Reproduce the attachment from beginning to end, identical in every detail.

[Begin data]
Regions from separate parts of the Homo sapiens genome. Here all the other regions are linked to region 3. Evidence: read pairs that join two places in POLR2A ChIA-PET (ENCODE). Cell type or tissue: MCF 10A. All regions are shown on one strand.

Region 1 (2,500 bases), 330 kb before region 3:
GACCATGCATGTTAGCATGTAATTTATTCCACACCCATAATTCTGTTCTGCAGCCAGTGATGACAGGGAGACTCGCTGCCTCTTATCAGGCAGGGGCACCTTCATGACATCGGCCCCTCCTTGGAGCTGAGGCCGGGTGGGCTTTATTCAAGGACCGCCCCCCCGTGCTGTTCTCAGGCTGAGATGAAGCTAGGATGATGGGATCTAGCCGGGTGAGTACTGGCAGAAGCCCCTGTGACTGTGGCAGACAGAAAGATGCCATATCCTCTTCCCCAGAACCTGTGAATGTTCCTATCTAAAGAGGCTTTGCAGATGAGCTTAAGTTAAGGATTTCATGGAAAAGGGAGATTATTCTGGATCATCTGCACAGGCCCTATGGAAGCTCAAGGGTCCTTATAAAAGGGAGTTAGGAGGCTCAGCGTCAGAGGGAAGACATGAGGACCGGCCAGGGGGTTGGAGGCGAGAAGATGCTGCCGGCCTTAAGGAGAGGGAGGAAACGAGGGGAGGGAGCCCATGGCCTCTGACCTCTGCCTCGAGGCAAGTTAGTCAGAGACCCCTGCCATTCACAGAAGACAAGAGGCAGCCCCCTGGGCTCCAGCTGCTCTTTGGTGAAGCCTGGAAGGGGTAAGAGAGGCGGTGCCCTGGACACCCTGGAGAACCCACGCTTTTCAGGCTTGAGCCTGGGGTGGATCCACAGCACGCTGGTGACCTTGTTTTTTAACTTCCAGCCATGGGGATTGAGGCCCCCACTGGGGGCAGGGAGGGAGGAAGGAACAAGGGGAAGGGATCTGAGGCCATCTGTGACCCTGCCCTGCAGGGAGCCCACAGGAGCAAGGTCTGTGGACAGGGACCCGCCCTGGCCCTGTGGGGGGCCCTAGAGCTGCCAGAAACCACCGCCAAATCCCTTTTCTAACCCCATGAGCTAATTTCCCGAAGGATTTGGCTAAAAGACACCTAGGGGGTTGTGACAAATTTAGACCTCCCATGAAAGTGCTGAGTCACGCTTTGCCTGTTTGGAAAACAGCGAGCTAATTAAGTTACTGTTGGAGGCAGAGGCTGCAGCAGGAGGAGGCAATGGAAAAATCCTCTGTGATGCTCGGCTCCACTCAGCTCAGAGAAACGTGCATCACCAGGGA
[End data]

Regions from separate parts of the Homo sapiens genome. Here all the other regions are linked to region 3. Evidence: read pairs that join two places in POLR2A ChIA-PET (ENCODE). Cell type or tissue: MCF 10A. All regions are shown on one strand.

Region 1 (2,500 bases), 330 kb before region 3:
GACCATGCATGTTAGCATGTAATTTATTCCACACCCATAATTCTGTTCTGCAGCCAGTGATGACAGGGAGACTCGCTGCCTCTTATCAGGCAGGGGCACCTTCATGACATCGGCCCCTCCTTGGAGCTGAGGCCGGGTGGGCTTTATTCAAGGACCGCCCCCCCGTGCTGTTCTCAGGCTGAGATGAAGCTAGGATGATGGGATCTAGCCGGGTGAGTACTGGCAGAAGCCCCTGTGACTGTGGCAGACAGAAAGATGCCATATCCTCTTCCCCAGAACCTGTGAATGTTCCTATCTAAAGAGGCTTTGCAGATGAGCTTAAGTTAAGGATTTCATGGAAAAGGGAGATTATTCTGGATCATCTGCACAGGCCCTATGGAAGCTCAAGGGTCCTTATAAAAGGGAGTTAGGAGGCTCAGCGTCAGAGGGAAGACATGAGGACCGGCCAGGGGGTTGGAGGCGAGAAGATGCTGCCGGCCTTAAGGAGAGGGAGGAAACGAGGGGAGGGAGCCCATGGCCTCTGACCTCTGCCTCGAGGCAAGTTAGTCAGAGACCCCTGCCATTCACAGAAGACAAGAGGCAGCCCCCTGGGCTCCAGCTGCTCTTTGGTGAAGCCTGGAAGGGGTAAGAGAGGCGGTGCCCTGGACACCCTGGAGAACCCACGCTTTTCAGGCTTGAGCCTGGGGTGGATCCACAGCACGCTGGTGACCTTGTTTTTTAACTTCCAGCCATGGGGATTGAGGCCCCCACTGGGGGCAGGGAGGGAGGAAGGAACAAGGGGAAGGGATCTGAGGCCATCTGTGACCCTGCCCTGCAGGGAGCCCACAGGAGCAAGGTCTGTGGACAGGGACCCGCCCTGGCCCTGTGGGGGGCCCTAGAGCTGCCAGAAACCACCGCCAAATCCCTTTTCTAACCCCATGAGCTAATTTCCCGAAGGATTTGGCTAAAAGACACCTAGGGGGTTGTGACAAATTTAGACCTCCCATGAAAGTGCTGAGTCACGCTTTGCCTGTTTGGAAAACAGCGAGCTAATTAAGTTACTGTTGGAGGCAGAGGCTGCAGCAGGAGGAGGCAATGGAAAAATCCTCTGTGATGCTCGGCTCCACTCAGCTCAGAGAAACGTGCATCACCAGGGA